Innovative Methods for Delivering Fresh Foods to Underserved Populations
This study aims to develop a last-mile fresh food delivery system for individuals in underserved communities with food deserts in the City of Baltimore. The study pioneers in applying state-of-the-art city logistics modeling experiences to improve access to fresh foods. It focuses on the equity role that the last-mile delivery network model can play as well as appropriate business models for building a self-sustainable public-private partnership program. Models will be developed for analyzing and optimizing various alternatives for home deliveries. The developed system's sensitivities to various pricing and policy alternatives are explored, followed by a case study. These will generate policy suggestions for a larger-scale pilot and, ultimately, implementation in a Year 2 study. This study is intended to go beyond building a prototype. In consultation with the Baltimore City Health Department (BCHD) and other public agencies, we envision developing a fully implementable model.
Universities and Sponsoring Organizations Involved
Morgan State University, University of Maryland-College Park
Hyeon-Shic Shin, Ph.D., Morgan State University, firstname.lastname@example.org
Young-Jae Lee, Ph.D., Morgan State University, email@example.com
Paul Schonfeld, Ph.D., University of Maryland-College Park, firstname.lastname@example.org
Funding Sources and Amounts
USDOT: $139,489 (Federal), Morgan State University: $45,966 (Match), University of Maryland-College Park: $25,718 (Match)
January 2, 2018
Expected Completion Date
December 31, 2018
Expected Research Outcomes
1. Identify needs and demands for fresh foods of underserved area residents.
2. Develop a cost-effective and sustainable business model in collaboration with agencies in and outside Baltimore, relevant business stakeholders, and advocacy groups.
3. Design a prototype system model for evaluating various alternatives (electric vehicles with connected and automated capabilities in consideration, drones, walking, biking, public transit, and multi-modal combinations).
4. Evaluate the developed model's sensitivity to various pricing and policy options, and external factors (e.g., size of total economic impacts).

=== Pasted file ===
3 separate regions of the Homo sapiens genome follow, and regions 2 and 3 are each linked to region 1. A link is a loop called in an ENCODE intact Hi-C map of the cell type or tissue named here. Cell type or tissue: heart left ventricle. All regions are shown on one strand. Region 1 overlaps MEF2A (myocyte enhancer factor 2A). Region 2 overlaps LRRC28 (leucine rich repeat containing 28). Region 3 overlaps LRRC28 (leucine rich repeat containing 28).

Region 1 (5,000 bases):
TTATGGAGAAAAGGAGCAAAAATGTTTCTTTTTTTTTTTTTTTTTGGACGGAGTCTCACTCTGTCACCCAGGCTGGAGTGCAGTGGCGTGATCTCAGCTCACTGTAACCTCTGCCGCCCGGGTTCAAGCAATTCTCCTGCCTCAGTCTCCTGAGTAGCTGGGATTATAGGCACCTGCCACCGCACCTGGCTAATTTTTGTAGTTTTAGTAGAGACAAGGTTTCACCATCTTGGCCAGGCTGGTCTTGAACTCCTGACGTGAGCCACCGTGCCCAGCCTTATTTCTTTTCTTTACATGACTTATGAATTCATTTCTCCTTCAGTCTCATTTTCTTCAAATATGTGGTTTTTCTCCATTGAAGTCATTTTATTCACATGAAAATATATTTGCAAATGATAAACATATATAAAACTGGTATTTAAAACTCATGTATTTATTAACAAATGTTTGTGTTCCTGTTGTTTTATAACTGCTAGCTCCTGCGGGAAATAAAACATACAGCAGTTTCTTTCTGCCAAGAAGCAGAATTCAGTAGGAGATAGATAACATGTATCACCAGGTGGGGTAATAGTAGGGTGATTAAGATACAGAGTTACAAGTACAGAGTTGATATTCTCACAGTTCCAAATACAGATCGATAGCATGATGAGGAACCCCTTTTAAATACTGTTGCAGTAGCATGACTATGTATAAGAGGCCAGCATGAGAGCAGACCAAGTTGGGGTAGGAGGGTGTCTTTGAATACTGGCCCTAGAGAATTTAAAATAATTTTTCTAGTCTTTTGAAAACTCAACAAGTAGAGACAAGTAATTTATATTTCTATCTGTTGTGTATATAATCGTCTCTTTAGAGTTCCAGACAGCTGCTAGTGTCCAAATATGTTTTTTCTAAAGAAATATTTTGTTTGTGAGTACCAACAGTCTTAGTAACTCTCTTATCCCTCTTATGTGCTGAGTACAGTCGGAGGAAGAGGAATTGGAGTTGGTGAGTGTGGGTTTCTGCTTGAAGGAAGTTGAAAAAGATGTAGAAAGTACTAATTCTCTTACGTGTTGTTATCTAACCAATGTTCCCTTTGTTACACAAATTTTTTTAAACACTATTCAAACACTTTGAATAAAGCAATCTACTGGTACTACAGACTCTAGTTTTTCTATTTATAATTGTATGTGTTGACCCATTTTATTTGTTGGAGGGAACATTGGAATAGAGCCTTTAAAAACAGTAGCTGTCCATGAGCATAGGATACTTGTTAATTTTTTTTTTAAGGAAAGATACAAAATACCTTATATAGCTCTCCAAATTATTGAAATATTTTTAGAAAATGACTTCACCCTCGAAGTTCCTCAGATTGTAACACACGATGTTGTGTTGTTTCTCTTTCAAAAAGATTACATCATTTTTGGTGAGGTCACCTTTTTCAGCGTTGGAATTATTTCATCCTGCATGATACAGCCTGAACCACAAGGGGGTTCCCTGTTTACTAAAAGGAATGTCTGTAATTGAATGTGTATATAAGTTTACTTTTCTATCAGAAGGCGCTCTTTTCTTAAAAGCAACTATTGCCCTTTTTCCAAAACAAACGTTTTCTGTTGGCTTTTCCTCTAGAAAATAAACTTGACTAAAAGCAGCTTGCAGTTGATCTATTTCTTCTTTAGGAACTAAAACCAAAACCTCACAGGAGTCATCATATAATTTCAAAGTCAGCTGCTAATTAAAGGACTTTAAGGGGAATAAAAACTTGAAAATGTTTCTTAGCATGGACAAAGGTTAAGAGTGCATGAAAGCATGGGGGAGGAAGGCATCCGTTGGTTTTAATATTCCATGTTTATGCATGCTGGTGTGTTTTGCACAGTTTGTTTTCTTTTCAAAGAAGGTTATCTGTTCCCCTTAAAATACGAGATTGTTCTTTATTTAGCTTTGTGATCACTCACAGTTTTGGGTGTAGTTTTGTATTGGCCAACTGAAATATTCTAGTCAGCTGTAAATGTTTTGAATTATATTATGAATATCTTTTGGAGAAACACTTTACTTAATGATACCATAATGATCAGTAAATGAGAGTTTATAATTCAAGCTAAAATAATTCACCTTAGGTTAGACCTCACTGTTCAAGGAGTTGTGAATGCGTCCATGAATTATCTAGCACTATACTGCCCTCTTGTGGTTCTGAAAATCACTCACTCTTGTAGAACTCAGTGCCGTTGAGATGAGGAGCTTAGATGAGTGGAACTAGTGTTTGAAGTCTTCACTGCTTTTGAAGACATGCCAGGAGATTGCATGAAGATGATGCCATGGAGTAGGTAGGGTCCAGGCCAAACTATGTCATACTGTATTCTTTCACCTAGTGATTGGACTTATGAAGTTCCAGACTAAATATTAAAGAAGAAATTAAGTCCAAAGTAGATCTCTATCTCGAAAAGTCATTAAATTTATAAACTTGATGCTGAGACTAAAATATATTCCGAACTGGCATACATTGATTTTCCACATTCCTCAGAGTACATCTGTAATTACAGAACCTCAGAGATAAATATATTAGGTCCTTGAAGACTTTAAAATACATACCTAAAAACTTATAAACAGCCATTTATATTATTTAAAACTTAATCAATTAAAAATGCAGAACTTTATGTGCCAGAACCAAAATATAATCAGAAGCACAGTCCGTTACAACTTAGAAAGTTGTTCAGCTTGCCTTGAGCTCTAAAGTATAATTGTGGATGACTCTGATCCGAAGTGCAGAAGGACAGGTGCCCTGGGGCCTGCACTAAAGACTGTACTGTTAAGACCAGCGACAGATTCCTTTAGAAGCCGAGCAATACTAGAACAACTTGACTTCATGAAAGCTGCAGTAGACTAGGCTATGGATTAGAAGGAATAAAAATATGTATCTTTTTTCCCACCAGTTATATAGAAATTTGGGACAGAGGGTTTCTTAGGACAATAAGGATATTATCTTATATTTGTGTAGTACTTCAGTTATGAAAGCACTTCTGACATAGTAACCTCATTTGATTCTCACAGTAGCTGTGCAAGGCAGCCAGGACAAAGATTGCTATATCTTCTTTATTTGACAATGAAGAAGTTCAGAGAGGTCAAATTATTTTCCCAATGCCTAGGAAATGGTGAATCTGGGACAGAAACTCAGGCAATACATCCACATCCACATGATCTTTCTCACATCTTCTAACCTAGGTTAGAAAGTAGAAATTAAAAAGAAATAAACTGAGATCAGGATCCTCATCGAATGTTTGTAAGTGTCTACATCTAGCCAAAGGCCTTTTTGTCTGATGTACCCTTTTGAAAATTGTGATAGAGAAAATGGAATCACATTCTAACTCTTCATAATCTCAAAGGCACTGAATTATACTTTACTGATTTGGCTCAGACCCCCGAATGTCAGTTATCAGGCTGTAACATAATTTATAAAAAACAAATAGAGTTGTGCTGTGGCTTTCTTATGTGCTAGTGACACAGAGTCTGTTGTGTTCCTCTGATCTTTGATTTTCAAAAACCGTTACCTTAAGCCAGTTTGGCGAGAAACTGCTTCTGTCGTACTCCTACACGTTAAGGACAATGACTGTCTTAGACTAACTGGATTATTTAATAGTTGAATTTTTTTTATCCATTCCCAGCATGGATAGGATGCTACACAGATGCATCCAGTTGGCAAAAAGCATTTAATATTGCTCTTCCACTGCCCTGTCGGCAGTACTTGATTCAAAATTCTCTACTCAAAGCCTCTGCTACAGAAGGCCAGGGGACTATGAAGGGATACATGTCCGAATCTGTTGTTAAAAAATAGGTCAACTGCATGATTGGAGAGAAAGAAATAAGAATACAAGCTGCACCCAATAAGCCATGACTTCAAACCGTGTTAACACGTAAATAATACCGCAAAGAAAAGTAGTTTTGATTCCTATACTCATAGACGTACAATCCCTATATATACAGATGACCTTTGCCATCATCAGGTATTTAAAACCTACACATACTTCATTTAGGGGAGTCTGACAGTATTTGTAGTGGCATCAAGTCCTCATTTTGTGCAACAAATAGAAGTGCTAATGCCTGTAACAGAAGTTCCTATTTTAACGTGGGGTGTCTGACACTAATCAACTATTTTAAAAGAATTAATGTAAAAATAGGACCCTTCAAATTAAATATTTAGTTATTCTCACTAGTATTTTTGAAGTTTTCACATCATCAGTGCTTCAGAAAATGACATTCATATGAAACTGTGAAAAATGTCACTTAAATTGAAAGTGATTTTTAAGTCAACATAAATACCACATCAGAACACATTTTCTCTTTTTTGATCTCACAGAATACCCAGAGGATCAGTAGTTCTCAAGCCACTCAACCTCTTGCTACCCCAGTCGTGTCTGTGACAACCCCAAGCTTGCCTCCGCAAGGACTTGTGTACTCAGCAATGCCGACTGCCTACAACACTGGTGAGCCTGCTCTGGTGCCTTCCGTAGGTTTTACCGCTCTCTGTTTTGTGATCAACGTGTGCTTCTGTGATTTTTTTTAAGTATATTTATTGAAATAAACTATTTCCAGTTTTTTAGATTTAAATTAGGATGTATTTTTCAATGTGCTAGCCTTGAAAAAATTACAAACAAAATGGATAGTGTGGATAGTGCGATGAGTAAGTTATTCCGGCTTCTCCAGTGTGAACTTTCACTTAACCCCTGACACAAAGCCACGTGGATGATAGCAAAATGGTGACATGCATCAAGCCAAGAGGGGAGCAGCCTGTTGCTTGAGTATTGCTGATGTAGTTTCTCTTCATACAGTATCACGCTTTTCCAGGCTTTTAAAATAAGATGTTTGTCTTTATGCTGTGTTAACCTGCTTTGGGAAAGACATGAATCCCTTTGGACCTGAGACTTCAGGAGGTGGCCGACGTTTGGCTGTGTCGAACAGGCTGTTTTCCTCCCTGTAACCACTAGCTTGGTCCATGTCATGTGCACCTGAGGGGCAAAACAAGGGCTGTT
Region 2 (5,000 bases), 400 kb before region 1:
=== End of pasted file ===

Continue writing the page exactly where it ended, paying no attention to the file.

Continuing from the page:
This study is not meant to be a mere academic exercise building a conceptual network. In collaboration with the BCHD and other stakeholders, we will develop a fully implementable model that is general enough to be widely applicable in other regions and situations.
Expected Equity Impacts and Benefits of Implementation
This proposal directly addresses UMEC's Theme 1: Transit/paratransit/ride-sharing and freight planning and operations to improve urban mobility, access and cost efficiency. It also addresses Theme 2: Acceptance and affordability of connected/automated/electric vehicles; and Theme 3: planning/management of innovative vehicle systems, and distribution of transportation costs and benefits, including equity of user fees and taxes.
From uniqueness and timeliness perspectives, the study pioneers in applying state-of-the-art city logistics modeling experiences to improving access to fresh foods. In addition, the study promotes three equity components, i.e., the three pillars of sustainability: social justice (by improving fresh food accessibility of underserved communities), environment (by using clean propulsion and non-motorized modes), and economy (by improving the efficiency and reliability of delivery services). In terms of practicability, and collaboration with stakeholders, this study meets the current needs of BCHD, and the first priority of Baltimore Mayor Catherine Pugh, "social justice." Finally, the developed model will be general enough to ensure transferability. For example, a team at the District of Columbia Department of Transportation has expressed interest in collaboration
Last mile food delivery; Accessibility improvement for underserved population; social justice in transportation; Transportation planning and policy